I would like to thank Rebeka Harrington for giving me the opportunity to do this guest blog and I wish her the best success with her new book. You can find me online at http://www.darrenfrey.net and on Facebook. It was a pleasure to be here.
Set in a post apocalyptic religiously-demented American Empire, the city of Las Vegas is no longer a city of sin. Now called Necropolis, it is a city that eats sin. The vampires of Necropolis wait patiently for the Empire’s weekly drop off of guilty Penitents; sinners and criminals full of fresh blood.
Hank Evans is one of those Penitents and he would gladly let the vampires take every drop of his blood if it weren’t for one detail: Toby. Toby is Hank’s only son. Now, Hank must do whatever it takes to escape the city of the dead and save his son from an Empire as bloodthirsty as the vampires it uses to keep its people in line.
Available for Purchase
Andy’s knowledge of vampires in books, movies and well…every medium out there is staggering. He is a walking encyclopaedia of all things vampire. I was determined this extremely talented and well-read man should hide his light under a bushel no longer, neither should he greedily hoard all that knowledge. For your reading pleasure, please allow me to present…Andy M Boylan. (cue the spotlight and applause)
There’s Little New Under the Sun
I was approached by Bek to write a guest blog and I was honoured, to say the least, but did ask if she had a general subject that she wanted me to write about. She suggested the changing face of the vampire through the centuries. To caveat, we are talking about the vampire in media and not the traditional/folkloric vampire and I am looking specifically at the European/US standard vampire.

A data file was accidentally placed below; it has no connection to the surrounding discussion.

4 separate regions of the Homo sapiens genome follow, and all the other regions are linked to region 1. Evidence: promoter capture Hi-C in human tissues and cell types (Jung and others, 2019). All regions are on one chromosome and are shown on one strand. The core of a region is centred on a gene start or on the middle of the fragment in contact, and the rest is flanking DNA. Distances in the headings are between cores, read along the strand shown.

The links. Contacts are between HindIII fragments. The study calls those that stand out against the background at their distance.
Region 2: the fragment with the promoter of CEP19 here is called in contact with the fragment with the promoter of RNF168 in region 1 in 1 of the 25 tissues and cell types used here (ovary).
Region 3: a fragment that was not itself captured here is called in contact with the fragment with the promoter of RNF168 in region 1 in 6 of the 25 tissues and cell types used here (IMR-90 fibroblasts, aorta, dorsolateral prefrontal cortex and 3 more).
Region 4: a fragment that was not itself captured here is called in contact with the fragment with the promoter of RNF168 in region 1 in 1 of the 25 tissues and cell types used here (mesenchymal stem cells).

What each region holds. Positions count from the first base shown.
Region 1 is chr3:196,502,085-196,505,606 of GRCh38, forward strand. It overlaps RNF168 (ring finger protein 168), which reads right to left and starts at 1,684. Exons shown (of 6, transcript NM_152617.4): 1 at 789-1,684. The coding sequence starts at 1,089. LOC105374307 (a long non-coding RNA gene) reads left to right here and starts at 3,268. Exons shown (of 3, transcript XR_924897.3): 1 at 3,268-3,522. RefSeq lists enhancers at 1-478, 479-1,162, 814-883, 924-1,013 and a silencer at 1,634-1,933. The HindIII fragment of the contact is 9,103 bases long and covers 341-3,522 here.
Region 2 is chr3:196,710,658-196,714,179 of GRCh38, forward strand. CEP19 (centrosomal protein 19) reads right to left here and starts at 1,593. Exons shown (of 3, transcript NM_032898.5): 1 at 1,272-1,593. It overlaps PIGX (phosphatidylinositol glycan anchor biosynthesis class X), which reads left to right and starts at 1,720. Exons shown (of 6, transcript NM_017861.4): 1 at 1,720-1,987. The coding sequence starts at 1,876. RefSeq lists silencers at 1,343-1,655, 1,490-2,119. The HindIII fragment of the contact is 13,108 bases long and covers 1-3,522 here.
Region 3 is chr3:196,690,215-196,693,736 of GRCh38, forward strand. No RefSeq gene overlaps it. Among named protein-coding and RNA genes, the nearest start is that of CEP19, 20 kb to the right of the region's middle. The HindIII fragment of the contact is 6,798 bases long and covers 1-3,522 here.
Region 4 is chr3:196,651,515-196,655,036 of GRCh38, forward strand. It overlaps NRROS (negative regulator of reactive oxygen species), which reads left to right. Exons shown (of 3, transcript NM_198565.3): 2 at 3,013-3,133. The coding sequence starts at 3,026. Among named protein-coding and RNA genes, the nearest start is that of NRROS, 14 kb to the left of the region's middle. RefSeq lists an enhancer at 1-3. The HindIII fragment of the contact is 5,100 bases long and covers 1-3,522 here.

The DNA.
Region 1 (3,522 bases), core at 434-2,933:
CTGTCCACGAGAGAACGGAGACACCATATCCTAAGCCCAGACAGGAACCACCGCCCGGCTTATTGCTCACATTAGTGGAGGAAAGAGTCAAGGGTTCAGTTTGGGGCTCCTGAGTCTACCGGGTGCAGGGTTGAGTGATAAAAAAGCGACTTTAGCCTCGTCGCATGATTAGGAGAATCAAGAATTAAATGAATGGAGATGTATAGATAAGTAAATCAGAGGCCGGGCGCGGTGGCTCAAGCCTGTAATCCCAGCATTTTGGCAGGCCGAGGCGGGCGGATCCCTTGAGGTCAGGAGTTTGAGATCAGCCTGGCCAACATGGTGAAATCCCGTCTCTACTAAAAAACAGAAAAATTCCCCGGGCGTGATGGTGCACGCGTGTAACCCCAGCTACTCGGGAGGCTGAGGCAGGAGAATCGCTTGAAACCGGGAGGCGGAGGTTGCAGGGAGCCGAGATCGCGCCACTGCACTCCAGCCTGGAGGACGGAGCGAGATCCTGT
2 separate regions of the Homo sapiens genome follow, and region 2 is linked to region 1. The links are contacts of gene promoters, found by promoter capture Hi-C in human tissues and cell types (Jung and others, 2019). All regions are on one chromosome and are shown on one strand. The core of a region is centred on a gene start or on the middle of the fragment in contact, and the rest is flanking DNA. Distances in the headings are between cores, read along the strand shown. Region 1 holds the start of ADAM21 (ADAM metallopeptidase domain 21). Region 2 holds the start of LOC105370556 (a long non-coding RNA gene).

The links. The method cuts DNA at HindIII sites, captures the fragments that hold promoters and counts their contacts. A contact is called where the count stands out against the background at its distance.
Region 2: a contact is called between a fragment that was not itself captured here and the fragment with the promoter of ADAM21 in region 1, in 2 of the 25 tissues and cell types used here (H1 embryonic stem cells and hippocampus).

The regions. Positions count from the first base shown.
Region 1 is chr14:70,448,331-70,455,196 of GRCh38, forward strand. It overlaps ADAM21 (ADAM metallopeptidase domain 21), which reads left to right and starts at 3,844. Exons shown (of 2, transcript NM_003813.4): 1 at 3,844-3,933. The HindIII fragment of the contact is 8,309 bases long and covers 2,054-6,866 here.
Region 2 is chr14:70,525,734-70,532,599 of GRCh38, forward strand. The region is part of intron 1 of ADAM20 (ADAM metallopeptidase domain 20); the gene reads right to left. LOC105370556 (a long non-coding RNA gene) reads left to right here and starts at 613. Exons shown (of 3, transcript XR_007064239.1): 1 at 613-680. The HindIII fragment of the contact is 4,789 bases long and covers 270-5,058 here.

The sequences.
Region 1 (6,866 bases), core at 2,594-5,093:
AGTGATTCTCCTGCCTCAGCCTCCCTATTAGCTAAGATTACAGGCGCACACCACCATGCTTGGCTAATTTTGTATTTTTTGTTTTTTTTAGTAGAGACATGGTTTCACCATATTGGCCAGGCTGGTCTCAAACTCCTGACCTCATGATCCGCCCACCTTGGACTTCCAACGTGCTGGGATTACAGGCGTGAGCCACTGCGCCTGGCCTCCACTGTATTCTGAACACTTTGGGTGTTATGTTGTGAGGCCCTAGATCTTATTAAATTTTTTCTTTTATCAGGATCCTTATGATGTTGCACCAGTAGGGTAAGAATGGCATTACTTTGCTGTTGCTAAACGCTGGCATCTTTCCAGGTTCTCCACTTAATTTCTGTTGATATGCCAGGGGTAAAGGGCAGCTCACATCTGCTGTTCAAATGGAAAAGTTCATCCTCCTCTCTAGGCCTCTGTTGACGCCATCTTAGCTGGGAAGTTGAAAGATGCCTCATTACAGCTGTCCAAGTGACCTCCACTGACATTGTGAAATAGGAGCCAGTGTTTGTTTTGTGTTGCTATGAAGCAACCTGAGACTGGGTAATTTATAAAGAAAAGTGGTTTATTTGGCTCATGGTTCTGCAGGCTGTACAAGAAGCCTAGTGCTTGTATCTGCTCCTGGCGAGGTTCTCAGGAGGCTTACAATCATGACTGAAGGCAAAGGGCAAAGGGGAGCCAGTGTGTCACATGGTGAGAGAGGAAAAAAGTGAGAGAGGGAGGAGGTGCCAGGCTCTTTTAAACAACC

However, as I pondered the assignment I started to think that it was all well and good but, in honesty, there is little new under the sun (including vampires going out in sunny weather, as being destroyed by the sun only appeared in the genre over a century after Polidori). The genre does evolve, aspects become mainstream and also become fashionable but these are often tropes that have been explored deliberately or accidentally before.
The Game by Lee Pletzers
Phillip McKenzie has invented the most anticipated online game ever, with literately millions of gamers waiting on the game servers to allow connection. His daughter, Lisa, uses virtual reality to escape life with Phillip’s ex-wife, a recovering junkie. Naturally Phillip sends his daughter free access to the game and a visor that is needed to play it.
However something dark is lurking in the game, a living virus, and when Lisa’s brother Timmy is pulled into the game she has to play in order to save him.
While Lisa and a group of gamers battle to save Timmy, Phillip tries to come to terms with the unexpected computer glitch, it’s not looking good.
Lisa’s team soon discover that not all online gamers want to play the good guy, and the living virus has it’s own allies.
Can the McKenzies with a little help from friends stop the virus from escaping to the real world?
Available for Purchase
Isolation: A Cursed Soul Book (Book 1 of The Lost Angel Trilogy) by Kate Bowyer
When Christian’s grandmother begs a demon to take away her suffering and let her die, she unknowingly puts the life of her grandson in danger.
Soon after her death, terrible accidents start to happen around Christian and the unexplained bumps in the night now happen in the full glare of the day with real consequences. These paranormal activities send his father to the local tavern every night and his mother to the mental ward.
Things outside of home are just as bad, for at school he’s known as the freak with all the kids and teachers afraid of him. Christian’s only companions are his Guardian Angel and a demon, but they’re after just one thing………his soul.
As he gets older his only thought is to escape these two powerful beings and to lead a normal life, but he can’t do it alone. Then at one of his lowest points, Ariel walks into his life and gives him hope for the future.
The demon, not willing to give up the boys soul, plays out his final act leading Christian into a no win situation with someone he should have been able to trust the most.